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Byton's M-byte at the CES show.
Quartz/Mike Murphy
Byton’s M-byte at the CES show.
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Byton is another billion-dollar Chinese startup yet to deliver a single car

By Echo Huang

Despite signs the auto market in China is slowing, investors are still bullish on electric cars, regardless of how untested the players behind them are.

The latest example is Byton, a three-year-old electric car startup backed by social media giant Tencent. It’s seeking to raise at least $500 million in its latest fundraising, Reuters reported on Tuesday (Jan.8), citing unnamed sources. That will put the firm, which has delivered zero cars since debuting an all-electric SUV prototype at last year’s Las Vegas Consumer Electronics Show, at a valuation of $4 billion. A company spokesperson told Quartz that the firm is still in the process of fundraising and declined to provide further details.

Similarly, Xiaopeng, an Alibaba-backed car brand that also made a buzzy appearance at last year’s CES, reached a valuation of $3.6 billion in August, four months before it delivered 24 cars to customers.

Byton’s funding news comes as China’s auto market expect to see the first decline in annual automobile sales since 1990, while sales of electric vehicles (EVs) continue to grow. The sputtering conventional car demand is likely a result of a slowing economy and restrictions on new car registrations for fossil-fuel cars in large cities. At the same time, the government is financially supporting the “new energy vehicles” (NEV) sector, which includes pure battery and plug-in hybrids, leading to investor enthusiasm for EV startups.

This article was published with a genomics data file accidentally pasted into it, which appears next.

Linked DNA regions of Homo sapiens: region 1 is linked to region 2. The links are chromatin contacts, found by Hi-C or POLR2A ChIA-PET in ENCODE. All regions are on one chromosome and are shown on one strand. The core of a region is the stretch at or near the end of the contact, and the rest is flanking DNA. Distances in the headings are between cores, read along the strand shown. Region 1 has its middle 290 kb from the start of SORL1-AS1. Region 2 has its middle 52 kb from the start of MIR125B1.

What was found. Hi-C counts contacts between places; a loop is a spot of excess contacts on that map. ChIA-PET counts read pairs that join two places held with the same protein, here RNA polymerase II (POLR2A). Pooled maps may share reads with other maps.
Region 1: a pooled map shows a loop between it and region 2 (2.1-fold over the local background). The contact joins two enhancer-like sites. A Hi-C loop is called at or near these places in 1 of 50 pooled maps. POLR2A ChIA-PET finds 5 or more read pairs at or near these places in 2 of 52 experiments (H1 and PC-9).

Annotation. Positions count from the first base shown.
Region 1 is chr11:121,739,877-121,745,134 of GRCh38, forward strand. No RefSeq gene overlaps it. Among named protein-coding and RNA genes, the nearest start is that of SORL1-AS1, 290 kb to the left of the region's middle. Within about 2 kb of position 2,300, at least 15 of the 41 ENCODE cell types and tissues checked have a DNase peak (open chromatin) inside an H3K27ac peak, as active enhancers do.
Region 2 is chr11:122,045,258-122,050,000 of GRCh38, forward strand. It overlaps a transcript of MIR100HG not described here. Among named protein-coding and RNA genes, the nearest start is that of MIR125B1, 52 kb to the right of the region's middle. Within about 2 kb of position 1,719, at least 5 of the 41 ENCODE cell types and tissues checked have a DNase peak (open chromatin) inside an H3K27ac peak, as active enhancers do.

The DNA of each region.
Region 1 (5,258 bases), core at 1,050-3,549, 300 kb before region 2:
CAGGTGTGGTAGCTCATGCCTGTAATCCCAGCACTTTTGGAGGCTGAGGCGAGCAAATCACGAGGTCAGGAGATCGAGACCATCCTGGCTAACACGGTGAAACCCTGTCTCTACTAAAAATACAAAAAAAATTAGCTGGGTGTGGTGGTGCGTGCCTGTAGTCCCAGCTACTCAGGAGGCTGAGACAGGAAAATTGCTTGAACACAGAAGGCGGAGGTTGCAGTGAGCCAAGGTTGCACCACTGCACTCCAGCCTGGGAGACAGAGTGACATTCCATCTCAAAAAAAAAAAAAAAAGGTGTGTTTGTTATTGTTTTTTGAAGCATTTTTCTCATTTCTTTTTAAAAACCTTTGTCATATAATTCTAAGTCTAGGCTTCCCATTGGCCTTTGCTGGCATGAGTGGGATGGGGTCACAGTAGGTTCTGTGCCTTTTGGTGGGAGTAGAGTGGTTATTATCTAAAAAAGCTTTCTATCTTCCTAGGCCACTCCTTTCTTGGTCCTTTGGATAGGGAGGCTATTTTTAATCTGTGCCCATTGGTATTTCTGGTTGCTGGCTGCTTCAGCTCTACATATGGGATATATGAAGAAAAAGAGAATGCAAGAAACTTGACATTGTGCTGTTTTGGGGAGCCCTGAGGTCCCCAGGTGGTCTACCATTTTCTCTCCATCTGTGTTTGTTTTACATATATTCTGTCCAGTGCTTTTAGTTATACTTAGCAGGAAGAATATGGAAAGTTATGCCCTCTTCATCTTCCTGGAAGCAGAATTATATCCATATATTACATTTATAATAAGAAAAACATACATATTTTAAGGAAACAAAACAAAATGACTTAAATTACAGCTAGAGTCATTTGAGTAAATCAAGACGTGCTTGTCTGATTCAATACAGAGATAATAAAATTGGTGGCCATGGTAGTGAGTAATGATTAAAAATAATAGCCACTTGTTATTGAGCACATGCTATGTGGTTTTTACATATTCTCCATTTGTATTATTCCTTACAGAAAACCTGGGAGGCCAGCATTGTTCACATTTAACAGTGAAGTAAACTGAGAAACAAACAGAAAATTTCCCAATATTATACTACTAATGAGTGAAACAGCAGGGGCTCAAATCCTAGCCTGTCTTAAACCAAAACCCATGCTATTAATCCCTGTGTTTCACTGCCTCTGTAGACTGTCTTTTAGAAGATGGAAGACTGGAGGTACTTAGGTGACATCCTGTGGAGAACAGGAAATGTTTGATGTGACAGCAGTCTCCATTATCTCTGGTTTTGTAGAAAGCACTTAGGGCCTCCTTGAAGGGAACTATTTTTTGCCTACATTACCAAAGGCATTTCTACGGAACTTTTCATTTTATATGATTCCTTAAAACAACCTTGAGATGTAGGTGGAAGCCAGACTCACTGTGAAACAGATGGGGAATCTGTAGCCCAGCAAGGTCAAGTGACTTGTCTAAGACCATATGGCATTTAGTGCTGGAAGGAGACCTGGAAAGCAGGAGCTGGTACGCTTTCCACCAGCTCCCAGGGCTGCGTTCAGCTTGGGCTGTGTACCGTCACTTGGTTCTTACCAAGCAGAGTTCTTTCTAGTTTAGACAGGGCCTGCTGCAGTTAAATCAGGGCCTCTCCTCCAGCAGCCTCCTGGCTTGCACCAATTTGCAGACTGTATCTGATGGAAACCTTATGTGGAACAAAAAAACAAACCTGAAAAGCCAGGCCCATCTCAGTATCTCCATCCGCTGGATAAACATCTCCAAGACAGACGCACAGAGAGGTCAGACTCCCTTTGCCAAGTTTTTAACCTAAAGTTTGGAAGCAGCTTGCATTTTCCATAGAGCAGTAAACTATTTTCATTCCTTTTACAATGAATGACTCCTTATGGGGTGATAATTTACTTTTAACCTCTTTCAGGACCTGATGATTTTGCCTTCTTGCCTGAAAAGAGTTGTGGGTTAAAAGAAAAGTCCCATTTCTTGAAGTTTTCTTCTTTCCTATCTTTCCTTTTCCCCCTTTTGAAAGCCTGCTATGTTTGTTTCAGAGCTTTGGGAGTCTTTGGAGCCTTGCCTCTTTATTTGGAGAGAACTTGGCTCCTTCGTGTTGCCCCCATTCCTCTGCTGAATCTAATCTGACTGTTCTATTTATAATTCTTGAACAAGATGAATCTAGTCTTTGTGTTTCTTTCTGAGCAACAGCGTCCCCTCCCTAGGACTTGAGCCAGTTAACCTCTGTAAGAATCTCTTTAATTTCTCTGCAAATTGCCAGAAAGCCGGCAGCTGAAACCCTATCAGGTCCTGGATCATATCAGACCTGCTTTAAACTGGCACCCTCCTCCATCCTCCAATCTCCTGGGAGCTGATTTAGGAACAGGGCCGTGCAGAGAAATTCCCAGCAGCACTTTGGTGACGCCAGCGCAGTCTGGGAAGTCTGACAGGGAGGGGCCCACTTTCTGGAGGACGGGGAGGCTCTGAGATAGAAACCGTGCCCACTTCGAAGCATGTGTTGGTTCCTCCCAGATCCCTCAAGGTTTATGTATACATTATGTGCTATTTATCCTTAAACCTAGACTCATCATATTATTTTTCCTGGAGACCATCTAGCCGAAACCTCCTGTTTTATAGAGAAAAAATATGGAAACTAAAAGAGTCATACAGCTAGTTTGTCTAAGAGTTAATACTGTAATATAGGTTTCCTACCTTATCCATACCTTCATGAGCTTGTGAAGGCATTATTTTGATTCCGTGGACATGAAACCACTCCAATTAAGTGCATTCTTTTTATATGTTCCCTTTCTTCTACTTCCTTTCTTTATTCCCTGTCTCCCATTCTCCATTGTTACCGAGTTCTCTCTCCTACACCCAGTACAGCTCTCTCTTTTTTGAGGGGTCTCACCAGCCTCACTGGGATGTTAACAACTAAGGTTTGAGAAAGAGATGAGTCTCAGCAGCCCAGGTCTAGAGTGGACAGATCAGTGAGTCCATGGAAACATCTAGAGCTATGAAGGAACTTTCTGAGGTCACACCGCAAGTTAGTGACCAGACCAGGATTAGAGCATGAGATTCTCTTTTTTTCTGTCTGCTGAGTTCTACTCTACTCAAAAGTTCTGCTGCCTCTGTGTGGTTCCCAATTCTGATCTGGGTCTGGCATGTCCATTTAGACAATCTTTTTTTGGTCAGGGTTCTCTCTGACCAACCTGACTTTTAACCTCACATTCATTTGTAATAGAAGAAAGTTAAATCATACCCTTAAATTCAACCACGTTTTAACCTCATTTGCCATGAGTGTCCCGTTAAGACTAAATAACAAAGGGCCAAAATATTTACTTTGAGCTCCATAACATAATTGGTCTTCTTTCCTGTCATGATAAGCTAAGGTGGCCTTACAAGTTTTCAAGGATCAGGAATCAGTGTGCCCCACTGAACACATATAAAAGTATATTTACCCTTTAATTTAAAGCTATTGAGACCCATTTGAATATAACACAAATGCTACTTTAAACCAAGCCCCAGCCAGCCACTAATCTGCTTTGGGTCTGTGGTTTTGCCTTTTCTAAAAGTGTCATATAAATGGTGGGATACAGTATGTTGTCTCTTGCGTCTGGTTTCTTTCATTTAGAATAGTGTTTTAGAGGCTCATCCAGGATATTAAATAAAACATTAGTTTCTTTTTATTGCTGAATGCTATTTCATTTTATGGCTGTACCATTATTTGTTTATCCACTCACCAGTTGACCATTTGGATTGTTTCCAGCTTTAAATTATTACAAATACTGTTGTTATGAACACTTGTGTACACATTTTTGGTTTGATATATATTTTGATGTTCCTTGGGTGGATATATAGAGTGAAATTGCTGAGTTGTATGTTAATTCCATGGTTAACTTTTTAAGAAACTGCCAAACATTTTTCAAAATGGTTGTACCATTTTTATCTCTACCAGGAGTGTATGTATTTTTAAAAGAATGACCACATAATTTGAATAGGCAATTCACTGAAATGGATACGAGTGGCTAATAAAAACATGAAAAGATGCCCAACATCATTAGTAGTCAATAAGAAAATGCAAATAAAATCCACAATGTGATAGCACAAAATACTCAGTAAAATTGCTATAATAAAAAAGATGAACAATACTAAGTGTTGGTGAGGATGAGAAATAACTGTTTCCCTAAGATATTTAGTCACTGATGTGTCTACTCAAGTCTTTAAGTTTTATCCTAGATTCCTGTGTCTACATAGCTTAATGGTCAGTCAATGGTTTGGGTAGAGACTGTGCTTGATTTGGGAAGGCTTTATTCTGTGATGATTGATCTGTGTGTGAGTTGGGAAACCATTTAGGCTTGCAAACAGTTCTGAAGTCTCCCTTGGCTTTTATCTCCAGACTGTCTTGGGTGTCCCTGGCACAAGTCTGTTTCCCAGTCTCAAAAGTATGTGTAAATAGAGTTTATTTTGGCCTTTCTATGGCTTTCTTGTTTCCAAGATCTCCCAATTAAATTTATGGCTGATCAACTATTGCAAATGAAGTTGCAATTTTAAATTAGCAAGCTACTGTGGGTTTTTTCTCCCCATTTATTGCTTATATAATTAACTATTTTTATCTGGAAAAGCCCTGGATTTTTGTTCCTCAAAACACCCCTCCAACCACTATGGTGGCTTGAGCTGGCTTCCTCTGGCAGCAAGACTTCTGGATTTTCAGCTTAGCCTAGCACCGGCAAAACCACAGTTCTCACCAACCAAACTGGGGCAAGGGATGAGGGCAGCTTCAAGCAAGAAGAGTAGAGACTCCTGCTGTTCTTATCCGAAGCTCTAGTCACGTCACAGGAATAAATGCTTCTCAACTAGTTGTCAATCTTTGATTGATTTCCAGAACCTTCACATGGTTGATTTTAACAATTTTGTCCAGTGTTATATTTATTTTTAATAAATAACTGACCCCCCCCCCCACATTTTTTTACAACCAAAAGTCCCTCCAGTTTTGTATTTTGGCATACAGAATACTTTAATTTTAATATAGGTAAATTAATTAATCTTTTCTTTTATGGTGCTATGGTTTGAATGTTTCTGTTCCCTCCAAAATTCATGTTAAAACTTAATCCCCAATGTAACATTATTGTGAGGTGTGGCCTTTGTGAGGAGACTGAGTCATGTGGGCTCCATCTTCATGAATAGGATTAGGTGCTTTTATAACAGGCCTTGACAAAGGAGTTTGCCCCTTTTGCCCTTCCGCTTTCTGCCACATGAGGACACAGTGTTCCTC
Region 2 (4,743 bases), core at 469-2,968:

Byton, which is headed by former BMW veteran Carsten Breitfeld, returned to CES this year with an SUV it’s now calling the M-Byte—which still features the 48-inch-wide dashboard video display it drew attention with last year. In all, the M-Byte has five screens in the car, including a touch screen floating atop the steering wheel, a screen between the driver’s seat and the front passenger’s seat, and two screens for back seat passengers. Amazon’s Alexa will provide voice control for the car.

Quartz/Mike Murphy
Byton’s M-Byte SUV, displayed at CES 2019.

The M-Byte model displayed at the CES isn’t the final version, however. The EV maker will roll that out in mid-2019, and start mass production at the end of the year. Byton said at the CES show that it has received more than 70,000 pre-orders for the car, which the firm puts at a starting price of $45,000 with a 71 kWh battery capable of around a 250-mile range.

It’s crucial for Byton to ramp up production quickly—a question Byton’s Chinese startup peers have been struggling with even with millions of dollars at hand, as a result of government manufacturing restrictions for new car makers. So startups are counting on existing manufacturers to help them make cars—a path taken by Xiaopeng, which turned to decades-old car manufacturer Haima Automobile. Others like Byton and WM Motors, a Shanghai-based EV startup, are building their own factories after securing manufacturing licenses by acquiring an existing carmaker.

Byton will be selling cars in a market facing fiercer competition in the premium EV sector by the time it starts production. NIO, a Shanghai-based, New-York-listed car maker, is on track to sell more than 10,000 cars in 2018—not so far off Tesla’s sales in 2017Tesla itself will start manufacturing the Model 3 and Model Y for China, the California-based car maker’s biggest overseas market, at a new Shanghai factory it started building work on this week. In 2020, a slew of foreign car brands, including German’s Audi and Mercedes Benz will also roll out EV models for the market.

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